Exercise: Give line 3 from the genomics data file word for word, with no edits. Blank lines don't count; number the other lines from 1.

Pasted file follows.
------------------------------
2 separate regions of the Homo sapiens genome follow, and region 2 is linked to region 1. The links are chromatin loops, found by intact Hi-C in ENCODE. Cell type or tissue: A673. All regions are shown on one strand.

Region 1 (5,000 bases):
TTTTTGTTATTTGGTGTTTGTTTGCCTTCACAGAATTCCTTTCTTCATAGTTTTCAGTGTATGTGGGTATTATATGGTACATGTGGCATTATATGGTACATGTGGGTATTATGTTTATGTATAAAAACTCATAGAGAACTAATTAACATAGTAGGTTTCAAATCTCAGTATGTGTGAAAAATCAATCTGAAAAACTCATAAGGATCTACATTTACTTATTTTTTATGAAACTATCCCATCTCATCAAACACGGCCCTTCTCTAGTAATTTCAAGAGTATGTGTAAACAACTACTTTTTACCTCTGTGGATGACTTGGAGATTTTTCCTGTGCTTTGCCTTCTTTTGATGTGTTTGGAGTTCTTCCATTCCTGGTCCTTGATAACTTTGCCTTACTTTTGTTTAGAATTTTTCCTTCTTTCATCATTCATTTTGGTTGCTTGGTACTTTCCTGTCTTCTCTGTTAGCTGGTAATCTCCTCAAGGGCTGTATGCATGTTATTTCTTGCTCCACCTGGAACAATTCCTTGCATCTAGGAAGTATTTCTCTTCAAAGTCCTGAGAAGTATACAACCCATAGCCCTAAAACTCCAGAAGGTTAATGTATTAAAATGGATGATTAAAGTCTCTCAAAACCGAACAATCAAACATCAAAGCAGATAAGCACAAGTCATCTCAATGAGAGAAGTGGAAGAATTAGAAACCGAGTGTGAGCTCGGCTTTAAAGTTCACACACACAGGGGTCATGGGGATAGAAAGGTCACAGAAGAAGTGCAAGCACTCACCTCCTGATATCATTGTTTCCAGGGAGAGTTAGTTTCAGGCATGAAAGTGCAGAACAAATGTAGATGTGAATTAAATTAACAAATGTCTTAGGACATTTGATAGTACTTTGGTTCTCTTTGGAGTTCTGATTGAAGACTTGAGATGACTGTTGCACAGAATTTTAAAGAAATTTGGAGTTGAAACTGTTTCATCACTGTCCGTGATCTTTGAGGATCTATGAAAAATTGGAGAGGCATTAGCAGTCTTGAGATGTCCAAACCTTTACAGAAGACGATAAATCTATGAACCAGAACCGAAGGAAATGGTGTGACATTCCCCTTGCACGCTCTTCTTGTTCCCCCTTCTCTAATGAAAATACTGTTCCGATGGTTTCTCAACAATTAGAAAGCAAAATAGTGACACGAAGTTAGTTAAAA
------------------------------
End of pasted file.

TTTTTGTTATTTGGTGTTTGTTTGCCTTCACAGAATTCCTTTCTTCATAGTTTTCAGTGTATGTGGGTATTATATGGTACATGTGGCATTATATGGTACATGTGGGTATTATGTTTATGTATAAAAACTCATAGAGAACTAATTAACATAGTAGGTTTCAAATCTCAGTATGTGTGAAAAATCAATCTGAAAAACTCATAAGGATCTACATTTACTTATTTTTTATGAAACTATCCCATCTCATCAAACACGGCCCTTCTCTAGTAATTTCAAGAGTATGTGTAAACAACTACTTTTTACCTCTGTGGATGACTTGGAGATTTTTCCTGTGCTTTGCCTTCTTTTGATGTGTTTGGAGTTCTTCCATTCCTGGTCCTTGATAACTTTGCCTTACTTTTGTTTAGAATTTTTCCTTCTTTCATCATTCATTTTGGTTGCTTGGTACTTTCCTGTCTTCTCTGTTAGCTGGTAATCTCCTCAAGGGCTGTATGCATGTTATTTCTTGCTCCACCTGGAACAATTCCTTGCATCTAGGAAGTATTTCTCTTCAAAGTCCTGAGAAGTATACAACCCATAGCCCTAAAACTCCAGAAGGTTAATGTATTAAAATGGATGATTAAAGTCTCTCAAAACCGAACAATCAAACATCAAAGCAGATAAGCACAAGTCATCTCAATGAGAGAAGTGGAAGAATTAGAAACCGAGTGTGAGCTCGGCTTTAAAGTTCACACACACAGGGGTCATGGGGATAGAAAGGTCACAGAAGAAGTGCAAGCACTCACCTCCTGATATCATTGTTTCCAGGGAGAGTTAGTTTCAGGCATGAAAGTGCAGAACAAATGTAGATGTGAATTAAATTAACAAATGTCTTAGGACATTTGATAGTACTTTGGTTCTCTTTGGAGTTCTGATTGAAGACTTGAGATGACTGTTGCACAGAATTTTAAAGAAATTTGGAGTTGAAACTGTTTCATCACTGTCCGTGATCTTTGAGGATCTATGAAAAATTGGAGAGGCATTAGCAGTCTTGAGATGTCCAAACCTTTACAGAAGACGATAAATCTATGAACCAGAACCGAAGGAAATGGTGTGACATTCCCCTTGCACGCTCTTCTTGTTCCCCCTTCTCTAATGAAAATACTGTTCCGATGGTTTCTCAACAATTAGAAAGCAAAATAGTGACACGAAGTTAGTTAAAA